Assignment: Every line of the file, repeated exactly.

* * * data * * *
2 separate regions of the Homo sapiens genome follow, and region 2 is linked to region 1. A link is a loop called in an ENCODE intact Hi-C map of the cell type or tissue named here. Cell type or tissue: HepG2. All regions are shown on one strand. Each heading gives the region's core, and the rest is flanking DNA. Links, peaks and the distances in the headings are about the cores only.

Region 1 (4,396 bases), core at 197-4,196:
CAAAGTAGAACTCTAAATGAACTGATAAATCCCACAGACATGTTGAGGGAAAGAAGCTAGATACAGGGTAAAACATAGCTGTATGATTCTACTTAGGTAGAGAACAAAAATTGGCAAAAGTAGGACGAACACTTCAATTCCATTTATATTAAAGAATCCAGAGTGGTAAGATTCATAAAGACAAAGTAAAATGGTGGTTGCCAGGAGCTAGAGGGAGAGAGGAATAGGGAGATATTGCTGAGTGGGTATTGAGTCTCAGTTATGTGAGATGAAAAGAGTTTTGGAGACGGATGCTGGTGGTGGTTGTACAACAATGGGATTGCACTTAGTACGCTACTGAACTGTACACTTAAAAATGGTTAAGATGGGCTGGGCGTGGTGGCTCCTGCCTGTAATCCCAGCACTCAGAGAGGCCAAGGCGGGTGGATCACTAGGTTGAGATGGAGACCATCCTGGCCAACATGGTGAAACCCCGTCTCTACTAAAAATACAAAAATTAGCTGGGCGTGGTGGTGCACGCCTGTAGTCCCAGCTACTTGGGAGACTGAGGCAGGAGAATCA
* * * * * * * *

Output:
2 separate regions of the Homo sapiens genome follow, and region 2 is linked to region 1. A link is a loop called in an ENCODE intact Hi-C map of the cell type or tissue named here. Cell type or tissue: HepG2. All regions are shown on one strand. Each heading gives the region's core, and the rest is flanking DNA. Links, peaks and the distances in the headings are about the cores only.

Region 1 (4,396 bases), core at 197-4,196:
CAAAGTAGAACTCTAAATGAACTGATAAATCCCACAGACATGTTGAGGGAAAGAAGCTAGATACAGGGTAAAACATAGCTGTATGATTCTACTTAGGTAGAGAACAAAAATTGGCAAAAGTAGGACGAACACTTCAATTCCATTTATATTAAAGAATCCAGAGTGGTAAGATTCATAAAGACAAAGTAAAATGGTGGTTGCCAGGAGCTAGAGGGAGAGAGGAATAGGGAGATATTGCTGAGTGGGTATTGAGTCTCAGTTATGTGAGATGAAAAGAGTTTTGGAGACGGATGCTGGTGGTGGTTGTACAACAATGGGATTGCACTTAGTACGCTACTGAACTGTACACTTAAAAATGGTTAAGATGGGCTGGGCGTGGTGGCTCCTGCCTGTAATCCCAGCACTCAGAGAGGCCAAGGCGGGTGGATCACTAGGTTGAGATGGAGACCATCCTGGCCAACATGGTGAAACCCCGTCTCTACTAAAAATACAAAAATTAGCTGGGCGTGGTGGTGCACGCCTGTAGTCCCAGCTACTTGGGAGACTGAGGCAGGAGAATCA